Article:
Trade unions remain the world’s biggest democratic movement, but we are divided and not using all our potential. It is time to reorganize ourselves to fight back. It is time to build a stronger united trade union front worldwide.
ACTION THROUGH STRATEGIC CHAINS
If the decision-making bodies of the IMF, ICEM and ITGLWF so decide, a new unified global union for 50 million industrial workers in more than 140 countries will be founded on June 18 to 20, 2012 in Copenhagen.
The new global union will represent workers from extraction of oil and gas, all types of mining, generation and distribution of electric power, to manufacturing of metal, chemical and textile products. Its power and influence will be founded on uniting workers throughout these strategic chains of production.
Organizing and growth has to be a top priority for the new organization. The global crisis, job losses and increasing precarious work have left the trade union movement weakened. The average unionization rate in Europe has dropped to around 20 per cent. In developing countries, only 3 to 5 per cent of workers are members of a union. In too many countries unions are small and divided. We need to build unified structures so that unions have the necessary resources for fighting seriously for the goals they set.
INDUSTRIAL POLICIES NEEDED
The new global union will advocate strong industrial policies that promote sustainable manufacturing industries as the engine of national economies and provider of sustainable, good quality jobs in both developed and developing countries.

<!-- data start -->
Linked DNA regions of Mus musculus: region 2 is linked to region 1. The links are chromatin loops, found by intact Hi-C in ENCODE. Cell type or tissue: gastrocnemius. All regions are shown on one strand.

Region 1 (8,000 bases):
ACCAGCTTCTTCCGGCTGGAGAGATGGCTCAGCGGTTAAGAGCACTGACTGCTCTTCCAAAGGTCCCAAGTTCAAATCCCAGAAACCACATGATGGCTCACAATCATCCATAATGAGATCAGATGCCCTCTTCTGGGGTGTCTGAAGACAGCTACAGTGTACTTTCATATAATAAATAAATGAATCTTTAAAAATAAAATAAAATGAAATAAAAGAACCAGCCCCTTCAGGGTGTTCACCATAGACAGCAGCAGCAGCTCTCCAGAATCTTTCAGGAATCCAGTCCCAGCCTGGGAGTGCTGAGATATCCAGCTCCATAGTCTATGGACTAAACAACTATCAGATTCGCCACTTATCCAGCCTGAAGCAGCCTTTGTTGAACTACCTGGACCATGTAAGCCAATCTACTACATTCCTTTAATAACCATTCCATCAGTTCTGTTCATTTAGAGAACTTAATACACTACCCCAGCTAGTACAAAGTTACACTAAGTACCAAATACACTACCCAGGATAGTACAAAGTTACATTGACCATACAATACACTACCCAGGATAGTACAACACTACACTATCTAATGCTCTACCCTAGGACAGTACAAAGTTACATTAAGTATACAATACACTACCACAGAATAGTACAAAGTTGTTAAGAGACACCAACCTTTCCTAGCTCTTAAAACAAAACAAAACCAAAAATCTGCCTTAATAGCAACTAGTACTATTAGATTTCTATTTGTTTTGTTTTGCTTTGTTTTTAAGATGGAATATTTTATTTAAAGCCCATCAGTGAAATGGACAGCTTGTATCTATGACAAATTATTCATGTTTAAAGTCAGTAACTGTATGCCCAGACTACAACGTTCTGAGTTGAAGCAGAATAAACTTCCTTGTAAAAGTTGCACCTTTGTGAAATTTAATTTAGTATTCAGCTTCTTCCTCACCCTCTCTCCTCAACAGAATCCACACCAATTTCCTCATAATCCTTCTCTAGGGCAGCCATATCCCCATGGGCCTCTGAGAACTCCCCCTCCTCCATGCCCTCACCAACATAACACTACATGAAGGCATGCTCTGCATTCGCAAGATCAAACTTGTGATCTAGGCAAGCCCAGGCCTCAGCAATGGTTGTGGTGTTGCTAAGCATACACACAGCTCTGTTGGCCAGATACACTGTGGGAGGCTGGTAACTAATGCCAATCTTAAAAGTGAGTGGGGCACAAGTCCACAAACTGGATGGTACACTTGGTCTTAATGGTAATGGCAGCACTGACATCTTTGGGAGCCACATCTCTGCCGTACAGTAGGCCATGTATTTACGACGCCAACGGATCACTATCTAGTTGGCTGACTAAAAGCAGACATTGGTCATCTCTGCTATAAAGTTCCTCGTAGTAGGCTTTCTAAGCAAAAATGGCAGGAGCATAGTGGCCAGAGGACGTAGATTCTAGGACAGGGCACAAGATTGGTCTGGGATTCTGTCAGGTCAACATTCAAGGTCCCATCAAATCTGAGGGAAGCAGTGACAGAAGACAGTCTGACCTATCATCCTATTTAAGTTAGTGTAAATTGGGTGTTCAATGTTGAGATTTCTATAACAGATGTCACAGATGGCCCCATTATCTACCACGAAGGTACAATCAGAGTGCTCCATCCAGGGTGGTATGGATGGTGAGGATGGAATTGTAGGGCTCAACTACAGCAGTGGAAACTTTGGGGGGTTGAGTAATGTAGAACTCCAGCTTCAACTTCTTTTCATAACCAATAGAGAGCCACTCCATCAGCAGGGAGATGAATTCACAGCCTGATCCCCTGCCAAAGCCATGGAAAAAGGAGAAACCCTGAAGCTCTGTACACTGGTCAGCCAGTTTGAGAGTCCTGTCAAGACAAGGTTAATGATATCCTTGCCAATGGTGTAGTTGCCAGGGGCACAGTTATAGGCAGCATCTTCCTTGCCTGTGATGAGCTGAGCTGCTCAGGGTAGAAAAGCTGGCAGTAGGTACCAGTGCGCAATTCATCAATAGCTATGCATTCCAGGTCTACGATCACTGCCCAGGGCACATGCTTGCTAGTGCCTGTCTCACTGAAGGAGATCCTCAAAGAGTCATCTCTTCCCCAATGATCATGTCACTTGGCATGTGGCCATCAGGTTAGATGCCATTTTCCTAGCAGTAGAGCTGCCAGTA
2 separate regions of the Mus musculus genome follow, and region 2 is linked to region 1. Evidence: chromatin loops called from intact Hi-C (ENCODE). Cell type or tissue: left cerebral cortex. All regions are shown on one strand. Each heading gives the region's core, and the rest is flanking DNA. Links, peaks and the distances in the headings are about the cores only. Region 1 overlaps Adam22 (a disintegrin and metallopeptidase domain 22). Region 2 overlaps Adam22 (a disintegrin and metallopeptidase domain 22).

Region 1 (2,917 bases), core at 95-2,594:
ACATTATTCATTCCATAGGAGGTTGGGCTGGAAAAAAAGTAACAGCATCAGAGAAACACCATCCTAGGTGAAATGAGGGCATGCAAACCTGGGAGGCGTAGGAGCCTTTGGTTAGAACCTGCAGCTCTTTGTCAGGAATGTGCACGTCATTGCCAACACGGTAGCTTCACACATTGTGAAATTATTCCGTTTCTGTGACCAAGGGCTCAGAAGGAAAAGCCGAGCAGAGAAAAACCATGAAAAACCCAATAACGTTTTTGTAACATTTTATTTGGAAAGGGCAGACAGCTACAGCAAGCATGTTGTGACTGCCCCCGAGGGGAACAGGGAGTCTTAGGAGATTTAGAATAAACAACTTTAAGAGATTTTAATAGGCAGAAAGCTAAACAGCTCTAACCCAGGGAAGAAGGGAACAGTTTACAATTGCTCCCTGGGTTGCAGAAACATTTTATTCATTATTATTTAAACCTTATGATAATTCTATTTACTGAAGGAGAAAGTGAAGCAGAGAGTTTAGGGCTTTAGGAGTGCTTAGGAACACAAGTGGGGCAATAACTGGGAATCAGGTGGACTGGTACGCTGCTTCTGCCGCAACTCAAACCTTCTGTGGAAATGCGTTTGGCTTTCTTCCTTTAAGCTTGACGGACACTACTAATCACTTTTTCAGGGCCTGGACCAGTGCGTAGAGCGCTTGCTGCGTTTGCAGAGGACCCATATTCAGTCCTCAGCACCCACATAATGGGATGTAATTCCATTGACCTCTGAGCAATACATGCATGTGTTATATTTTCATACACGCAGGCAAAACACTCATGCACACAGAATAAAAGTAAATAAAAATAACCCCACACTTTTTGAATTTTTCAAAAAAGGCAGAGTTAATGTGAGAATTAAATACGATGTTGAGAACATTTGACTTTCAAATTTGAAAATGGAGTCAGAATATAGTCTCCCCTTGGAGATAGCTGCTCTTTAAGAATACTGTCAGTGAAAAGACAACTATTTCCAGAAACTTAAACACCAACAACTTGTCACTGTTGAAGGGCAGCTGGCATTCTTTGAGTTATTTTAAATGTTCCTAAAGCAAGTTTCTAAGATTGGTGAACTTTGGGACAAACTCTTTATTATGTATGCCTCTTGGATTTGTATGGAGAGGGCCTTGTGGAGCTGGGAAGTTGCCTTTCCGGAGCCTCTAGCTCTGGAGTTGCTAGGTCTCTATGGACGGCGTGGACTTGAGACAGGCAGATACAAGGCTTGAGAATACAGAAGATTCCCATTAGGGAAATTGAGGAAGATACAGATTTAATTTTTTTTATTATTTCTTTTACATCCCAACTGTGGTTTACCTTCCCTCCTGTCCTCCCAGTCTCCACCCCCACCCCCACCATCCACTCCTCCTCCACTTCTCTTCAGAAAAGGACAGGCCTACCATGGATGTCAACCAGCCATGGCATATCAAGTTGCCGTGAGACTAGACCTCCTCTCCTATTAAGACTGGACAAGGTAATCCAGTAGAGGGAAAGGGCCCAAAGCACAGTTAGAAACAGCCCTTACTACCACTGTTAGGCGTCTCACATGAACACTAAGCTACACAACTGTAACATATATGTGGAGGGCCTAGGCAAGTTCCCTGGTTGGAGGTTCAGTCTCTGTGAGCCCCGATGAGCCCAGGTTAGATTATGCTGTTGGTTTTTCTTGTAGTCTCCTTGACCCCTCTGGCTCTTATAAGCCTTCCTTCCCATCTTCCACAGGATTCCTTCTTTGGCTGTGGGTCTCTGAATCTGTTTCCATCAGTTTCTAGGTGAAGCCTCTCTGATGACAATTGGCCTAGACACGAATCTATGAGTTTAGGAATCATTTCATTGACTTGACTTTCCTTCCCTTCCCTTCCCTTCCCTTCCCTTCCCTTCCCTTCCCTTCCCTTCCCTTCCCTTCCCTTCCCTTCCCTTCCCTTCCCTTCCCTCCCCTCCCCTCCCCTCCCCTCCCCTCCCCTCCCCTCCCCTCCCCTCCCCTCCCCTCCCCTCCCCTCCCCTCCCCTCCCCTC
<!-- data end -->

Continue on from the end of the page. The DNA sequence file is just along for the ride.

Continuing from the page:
In many countries in Europe and North America, there is no real industrial policy. In Africa, there is no industrial base and almost all countries are exporters of raw materials. The new global union and its affiliates in the South and the North should work together to develop a plan and mobilize support for accelerating industrialization and the creation of jobs through developing infrastructure, transfer of technology, proper training and skills development.
Climate change has not stopped despite the difficulties in global talks, which have been somewhat buried under burning financial problems. But a global treaty that takes into account social implications and promotes the path towards a low-carbon economy, is still needed. There is a lot of job potential in the development of new and renewable energies as well as clean and energy saving technologies. A sustainable and balanced energy mix is also the foundation of industrial production.
In the majority of countries of the world, it is difficult to join a union freely and to bargain collectively. Each year some 100 union activists, national leaders and local union representatives, get killed, and thousands sit in prisons. Several governments have used the crisis as a pretext to weaken labour legislation, and companies have taken the occasion to attack trade union rights.